Gov. Greg Gianforte, left, and Department of Public Health and Human Services Director Charlie Brereton, right, announcing proposed changes to childcare regulations on Friday, Nov. 4. Courtesy photo.

The state Department of Public Health and Human Services is declining to enforce vaccination requirements for licensed childcare facilities that grant religious exemptions to participants.

The decision comes three months after the department proposed a formal rule to loosen religious exemption standards for childcare settings, a policy that was opposed by public health advocates and eventually blocked from going into effect by lawmakers on the health and human services interim committee until it could be reconsidered during the upcoming legislative session. 

According to a letter dated Oct. 31, DPHHS Director Charlie Brereton said the agency would be “exercising its discretion” by not pursuing “negative licensing actions” against childcare facilities that “will not enforce immunization requirements against individuals/families who attest to objection to such requirements on the basis of religious belief.”

The letter said the new policy is effective immediately and will remain in place until further notice.

In a statement Friday, health department spokesperson Jon Ebelt said current childcare licensing rules don’t align with Senate Bill 215, the Religious Freedom Restoration Act passed by Republican lawmakers and signed by Gov. Greg Gianforte last year.

“Thus, while DPHHS continues its work to permanently amend impacted rules and comply with RFRA, it is exercising its discretion in how it enforces the immunization requirements at child care facilities,” the department’s statement said. “We are committed to ensuring that these families have viable child care options in accordance with state and federal law.”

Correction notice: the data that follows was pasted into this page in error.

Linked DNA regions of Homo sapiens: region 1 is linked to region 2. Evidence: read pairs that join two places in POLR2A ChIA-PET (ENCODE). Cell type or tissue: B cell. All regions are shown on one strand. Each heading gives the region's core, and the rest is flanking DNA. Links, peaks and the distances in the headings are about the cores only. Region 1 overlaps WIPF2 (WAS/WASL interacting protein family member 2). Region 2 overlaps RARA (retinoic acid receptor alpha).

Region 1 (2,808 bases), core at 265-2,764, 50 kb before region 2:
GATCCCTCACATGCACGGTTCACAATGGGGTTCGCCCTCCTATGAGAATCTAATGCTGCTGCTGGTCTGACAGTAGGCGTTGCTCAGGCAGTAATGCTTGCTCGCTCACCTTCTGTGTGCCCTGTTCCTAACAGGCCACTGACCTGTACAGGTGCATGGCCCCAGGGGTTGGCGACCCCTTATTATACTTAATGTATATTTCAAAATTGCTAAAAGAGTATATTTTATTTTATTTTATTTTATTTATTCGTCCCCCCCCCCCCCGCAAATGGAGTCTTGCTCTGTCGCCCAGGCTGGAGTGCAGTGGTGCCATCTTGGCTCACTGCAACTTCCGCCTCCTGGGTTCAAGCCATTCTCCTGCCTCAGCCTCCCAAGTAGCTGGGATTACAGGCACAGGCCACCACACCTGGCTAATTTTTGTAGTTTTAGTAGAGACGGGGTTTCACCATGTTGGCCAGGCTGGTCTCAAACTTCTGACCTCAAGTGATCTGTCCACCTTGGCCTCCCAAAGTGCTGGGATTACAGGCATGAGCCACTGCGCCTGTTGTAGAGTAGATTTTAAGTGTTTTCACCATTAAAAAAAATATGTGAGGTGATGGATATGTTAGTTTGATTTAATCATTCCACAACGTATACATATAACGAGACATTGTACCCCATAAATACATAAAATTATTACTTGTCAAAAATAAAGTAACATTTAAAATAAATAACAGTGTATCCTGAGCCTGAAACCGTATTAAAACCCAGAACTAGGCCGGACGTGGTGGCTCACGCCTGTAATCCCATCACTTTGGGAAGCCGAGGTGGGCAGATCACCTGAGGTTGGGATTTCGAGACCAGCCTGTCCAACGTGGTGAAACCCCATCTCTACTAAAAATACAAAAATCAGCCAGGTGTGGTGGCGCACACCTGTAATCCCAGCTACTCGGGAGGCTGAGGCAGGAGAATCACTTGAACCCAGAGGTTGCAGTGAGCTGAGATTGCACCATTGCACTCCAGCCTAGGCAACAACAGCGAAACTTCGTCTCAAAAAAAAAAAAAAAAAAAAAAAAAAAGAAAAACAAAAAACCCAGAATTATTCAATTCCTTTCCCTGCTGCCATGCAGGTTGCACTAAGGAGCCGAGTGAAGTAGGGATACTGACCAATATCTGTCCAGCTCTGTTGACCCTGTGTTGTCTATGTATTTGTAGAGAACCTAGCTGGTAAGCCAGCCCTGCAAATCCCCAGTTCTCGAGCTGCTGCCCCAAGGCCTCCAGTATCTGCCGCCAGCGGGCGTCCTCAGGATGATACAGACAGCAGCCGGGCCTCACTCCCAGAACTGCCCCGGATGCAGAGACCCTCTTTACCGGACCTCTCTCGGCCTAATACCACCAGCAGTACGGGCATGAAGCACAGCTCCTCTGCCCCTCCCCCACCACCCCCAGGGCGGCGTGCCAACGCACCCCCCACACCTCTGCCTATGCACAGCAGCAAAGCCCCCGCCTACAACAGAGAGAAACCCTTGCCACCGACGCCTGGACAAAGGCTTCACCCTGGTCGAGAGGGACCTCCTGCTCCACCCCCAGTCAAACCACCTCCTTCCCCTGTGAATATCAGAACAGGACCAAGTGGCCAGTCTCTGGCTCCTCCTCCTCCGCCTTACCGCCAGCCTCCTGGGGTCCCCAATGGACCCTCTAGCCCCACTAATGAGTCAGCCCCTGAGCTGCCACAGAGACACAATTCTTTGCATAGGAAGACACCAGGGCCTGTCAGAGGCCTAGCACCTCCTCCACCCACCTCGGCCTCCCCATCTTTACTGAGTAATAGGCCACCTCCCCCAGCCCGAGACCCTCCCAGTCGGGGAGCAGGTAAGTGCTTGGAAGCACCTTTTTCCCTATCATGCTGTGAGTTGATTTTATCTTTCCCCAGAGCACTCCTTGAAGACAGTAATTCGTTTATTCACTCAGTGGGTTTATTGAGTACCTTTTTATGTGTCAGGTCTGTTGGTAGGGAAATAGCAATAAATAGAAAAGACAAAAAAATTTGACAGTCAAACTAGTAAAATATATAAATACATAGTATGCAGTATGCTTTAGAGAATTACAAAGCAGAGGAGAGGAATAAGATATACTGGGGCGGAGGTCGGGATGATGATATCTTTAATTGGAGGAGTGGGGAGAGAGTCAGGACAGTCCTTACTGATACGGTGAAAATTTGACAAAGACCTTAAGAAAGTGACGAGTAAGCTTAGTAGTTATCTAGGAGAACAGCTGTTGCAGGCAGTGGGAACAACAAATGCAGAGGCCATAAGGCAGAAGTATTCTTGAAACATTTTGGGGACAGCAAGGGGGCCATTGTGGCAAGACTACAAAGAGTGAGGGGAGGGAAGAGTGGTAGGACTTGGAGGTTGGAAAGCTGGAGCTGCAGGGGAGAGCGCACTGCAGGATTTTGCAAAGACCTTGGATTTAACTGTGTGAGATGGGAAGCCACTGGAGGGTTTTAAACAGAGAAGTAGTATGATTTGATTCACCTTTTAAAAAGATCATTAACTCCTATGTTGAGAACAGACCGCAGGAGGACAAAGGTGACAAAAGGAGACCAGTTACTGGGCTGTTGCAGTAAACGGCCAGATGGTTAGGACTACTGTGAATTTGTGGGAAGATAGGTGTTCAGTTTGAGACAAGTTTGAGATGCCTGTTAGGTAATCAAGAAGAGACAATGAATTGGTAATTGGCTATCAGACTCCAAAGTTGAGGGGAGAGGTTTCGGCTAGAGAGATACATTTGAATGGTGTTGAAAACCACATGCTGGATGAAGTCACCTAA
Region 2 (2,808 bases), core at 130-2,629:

Currently, childcare participants are required to receive scheduled doses of vaccines against measles, rubella, mumps, poliomyelitis, diphtheria, pertussis, tetanus, varicella, hepatitis B, pneumococcal, and the bacteria Haemophilus influenza type B, or Hib. 

While medical exemptions to vaccines are allowed generally, the health department rules currently permit religious exemptions only for Hib, the infectious bacteria. Under its new approach detailed in the Oct. 31 letter, the health department will allow childcare facilities to accept religious vaccine exemptions to any vaccine.

That policy also appeared among a long list of proposed changes to childcare regulations that Gianforte and Brereton announced on Friday. Other reforms include a rule to expand the child-to-staff ratio for children 5 and older to 20:1, up from the current ratio of 14:1, and to increase the maximum group size for that age range to 40 from 32. 

If adopted, the proposed rule changes released Friday would formalize the department’s Oct. 31 decision to more broadly allow religious exemption requests.

Dr. Tsun Sheng N. Ku, an infectious disease expert in Billings, criticized the department’s letter on Twitter Thursday.

“Is DPHHS losing sight of the importance of vaccination [in] protecting the health of our children? Does it make sense to sacrifice many children’s health to ensure the religious freedom of a small number of parents?” Ku said. “Many parents depend on child care centers so they can go to work without having to worry about the safety of their children. If they don’t feel that the only child care center available to them is safe, what will those parents do?”

A public comment hearing on the proposed changes to childcare rules will be held Nov. 28 at 9:00 via videoconferencing. Written public comment can be submitted to the health department until 5 p.m. on Dec. 2.

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Mara writes about health and human services stories happening in local communities, the Montana statehouse and the court system. She also produces the Shared State podcast in collaboration with MTPR and YPR. Before joining Montana Free Press, Mara worked in podcast and radio production at Slate and WNYC. She was born and raised in Helena, MT and graduated from Seattle University in 2016.